To fly without a place to land… or drive to an unknown destination without a map just sounds crazy, doesn’t it? In the age of GPS, it’s so easy to pick a location and go. Would you drive to a new client’s house without an address?
The 2011 APSE Pet Sitter Industry Survey showed that only about 50% of people have a written plan of where they want their business to go. However, almost everyone had an idea of where they want their business to land. In the book ‘What They Don’t Teach You At Harvard Business School‘ by Mark McCormick, it shows that 13% of graduates who had goals were earning about twice as much as the 84% with no goals at all. Even more specific, the 3% who had clear-cut written goals we earning 10 times as much as the other 97% PUT TOGETHER. Many other studies further prove that if you write down your goals, you have a better chance at success… and you will go much further.
Fine I’m convinced. I wrote it. Now what?
Making a business plan is like sitting in a parked car with the GPS programmed, but not yet turning the key. You know where you want to go, so all you have to do is drive there. Easy, right? Usually driving can be the hardest part. It’s where the most danger is: accidents, crazy drivers, other distractions like phone calls, passengers, and the list goes on… Despite the millions of things that CAN happen, somehow we plug away until we get to our destination.
We look ahead for problems that might stop us and be defensive drivers to get there safely.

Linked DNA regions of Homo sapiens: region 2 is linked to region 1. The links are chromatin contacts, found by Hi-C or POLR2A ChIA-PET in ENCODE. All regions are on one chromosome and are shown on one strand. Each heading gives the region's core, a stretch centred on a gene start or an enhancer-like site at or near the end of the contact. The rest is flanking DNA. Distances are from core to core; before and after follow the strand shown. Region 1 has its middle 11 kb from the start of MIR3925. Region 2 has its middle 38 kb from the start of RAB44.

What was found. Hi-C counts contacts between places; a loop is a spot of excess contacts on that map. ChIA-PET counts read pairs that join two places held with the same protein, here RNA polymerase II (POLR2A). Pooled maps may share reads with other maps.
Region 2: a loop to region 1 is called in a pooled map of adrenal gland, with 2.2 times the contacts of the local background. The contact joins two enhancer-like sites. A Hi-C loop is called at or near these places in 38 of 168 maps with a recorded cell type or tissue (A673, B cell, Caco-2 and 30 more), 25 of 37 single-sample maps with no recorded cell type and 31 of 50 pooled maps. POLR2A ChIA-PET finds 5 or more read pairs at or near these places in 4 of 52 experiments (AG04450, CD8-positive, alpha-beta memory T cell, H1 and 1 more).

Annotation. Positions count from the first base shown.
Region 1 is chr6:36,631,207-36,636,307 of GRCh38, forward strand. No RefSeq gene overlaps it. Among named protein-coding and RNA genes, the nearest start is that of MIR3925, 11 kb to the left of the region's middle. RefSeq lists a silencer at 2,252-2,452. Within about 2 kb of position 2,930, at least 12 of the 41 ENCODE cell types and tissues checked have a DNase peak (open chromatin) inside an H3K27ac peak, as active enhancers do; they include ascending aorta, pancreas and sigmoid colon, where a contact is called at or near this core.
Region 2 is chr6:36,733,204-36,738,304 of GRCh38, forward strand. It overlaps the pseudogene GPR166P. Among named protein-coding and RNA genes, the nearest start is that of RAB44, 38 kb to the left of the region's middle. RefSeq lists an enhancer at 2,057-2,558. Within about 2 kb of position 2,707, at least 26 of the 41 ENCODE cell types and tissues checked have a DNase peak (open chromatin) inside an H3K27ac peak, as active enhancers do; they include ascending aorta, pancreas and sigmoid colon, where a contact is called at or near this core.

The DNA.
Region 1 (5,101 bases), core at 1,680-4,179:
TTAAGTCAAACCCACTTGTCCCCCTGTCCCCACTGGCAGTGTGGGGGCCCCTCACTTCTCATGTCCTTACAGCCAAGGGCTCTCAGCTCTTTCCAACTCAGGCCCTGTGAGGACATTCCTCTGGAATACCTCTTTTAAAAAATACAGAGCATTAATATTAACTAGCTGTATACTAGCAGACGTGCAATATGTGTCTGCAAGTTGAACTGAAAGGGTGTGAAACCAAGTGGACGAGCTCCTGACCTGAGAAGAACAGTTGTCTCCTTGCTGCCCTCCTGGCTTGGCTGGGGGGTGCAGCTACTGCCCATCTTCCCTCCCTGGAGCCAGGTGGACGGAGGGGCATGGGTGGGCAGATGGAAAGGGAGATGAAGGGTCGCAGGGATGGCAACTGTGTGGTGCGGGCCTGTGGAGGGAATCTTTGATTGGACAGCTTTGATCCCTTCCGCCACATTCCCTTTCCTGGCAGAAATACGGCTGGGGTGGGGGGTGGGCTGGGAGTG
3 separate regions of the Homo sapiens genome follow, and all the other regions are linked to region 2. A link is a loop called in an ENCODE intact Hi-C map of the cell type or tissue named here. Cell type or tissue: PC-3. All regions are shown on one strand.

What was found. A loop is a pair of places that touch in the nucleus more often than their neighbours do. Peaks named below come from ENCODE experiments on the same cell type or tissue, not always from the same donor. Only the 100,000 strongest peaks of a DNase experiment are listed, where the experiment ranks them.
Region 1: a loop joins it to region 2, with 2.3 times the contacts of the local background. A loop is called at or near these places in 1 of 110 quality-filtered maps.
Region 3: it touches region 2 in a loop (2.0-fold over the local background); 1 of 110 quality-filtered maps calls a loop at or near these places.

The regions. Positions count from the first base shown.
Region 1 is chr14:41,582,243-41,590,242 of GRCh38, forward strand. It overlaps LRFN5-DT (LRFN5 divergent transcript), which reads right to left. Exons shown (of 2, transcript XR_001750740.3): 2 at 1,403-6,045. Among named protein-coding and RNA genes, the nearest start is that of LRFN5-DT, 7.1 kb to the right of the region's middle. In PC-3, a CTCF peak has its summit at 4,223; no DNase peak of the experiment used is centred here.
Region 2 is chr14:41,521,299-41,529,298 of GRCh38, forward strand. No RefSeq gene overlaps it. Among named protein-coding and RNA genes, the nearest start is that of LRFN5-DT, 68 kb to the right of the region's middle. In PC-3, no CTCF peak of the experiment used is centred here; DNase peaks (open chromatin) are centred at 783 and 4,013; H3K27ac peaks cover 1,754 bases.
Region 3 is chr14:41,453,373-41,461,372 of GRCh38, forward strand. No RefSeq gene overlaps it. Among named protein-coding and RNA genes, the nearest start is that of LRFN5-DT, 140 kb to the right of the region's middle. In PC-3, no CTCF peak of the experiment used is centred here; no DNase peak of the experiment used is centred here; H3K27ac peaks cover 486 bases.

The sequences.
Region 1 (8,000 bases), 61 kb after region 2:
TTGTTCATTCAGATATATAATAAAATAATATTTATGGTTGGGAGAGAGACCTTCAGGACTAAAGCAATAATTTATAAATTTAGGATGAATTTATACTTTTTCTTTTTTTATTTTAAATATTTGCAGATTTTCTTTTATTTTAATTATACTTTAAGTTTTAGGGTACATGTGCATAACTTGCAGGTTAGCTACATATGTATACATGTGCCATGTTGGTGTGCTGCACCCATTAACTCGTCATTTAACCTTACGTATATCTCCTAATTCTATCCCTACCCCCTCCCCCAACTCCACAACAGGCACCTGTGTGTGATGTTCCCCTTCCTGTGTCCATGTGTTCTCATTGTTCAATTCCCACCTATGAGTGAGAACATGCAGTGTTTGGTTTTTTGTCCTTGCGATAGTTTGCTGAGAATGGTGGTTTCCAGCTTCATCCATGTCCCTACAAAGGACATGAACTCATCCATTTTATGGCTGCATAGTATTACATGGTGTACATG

We use a GPS or our internal GPS constantly and usually without trepidation. Yes, sometimes we might not follow the GPS. (I’m still hoping for an avoid ghetto button.) Regardless, we do whatever we can to reach our destination.
Your business mindset should be similar. You map out where you go & not knowing HOW to get there, you do what it takes to get there… and on (usually) time. Pressing the gas where you need to, stopping when needed, possibly even changing the route (or asking for directions) to make a smoother journey or to avoid unnecessary congestion. Usually pretty simple… but we’re used to it.
Remember the first few times you drove? Eventually, you comfortable and gained confidence. It’s the same with business.
A few weeks ago, I was in Boston for a funeral of my friend’s daughter. Right before the service began my friend’s cousin, looking a bit frazzled, arrived. She had just driven from New York to Boston without a map or a GPS through rush hour. She had never been in this area of Boston and had a vague understanding of where this specific town was. Before she began her journey, she jotted down how she THOUGHT she should get there and she let her internal compass pointed her to about 4 blocks from the funeral home. From there, she asked directions.
There is no GPS for business to tell you the exact moves to make. If you ever want to leave your driveway and end up in the right place you need to write down how you best think to get somewhere and ask for directions when you get stuck.
No matter how good your internal compass, those who plan accordingly before they begin their journey get there sooner.
Even if it is hard to take time to plan, it will be worth it in the end.
Best wishes in your success,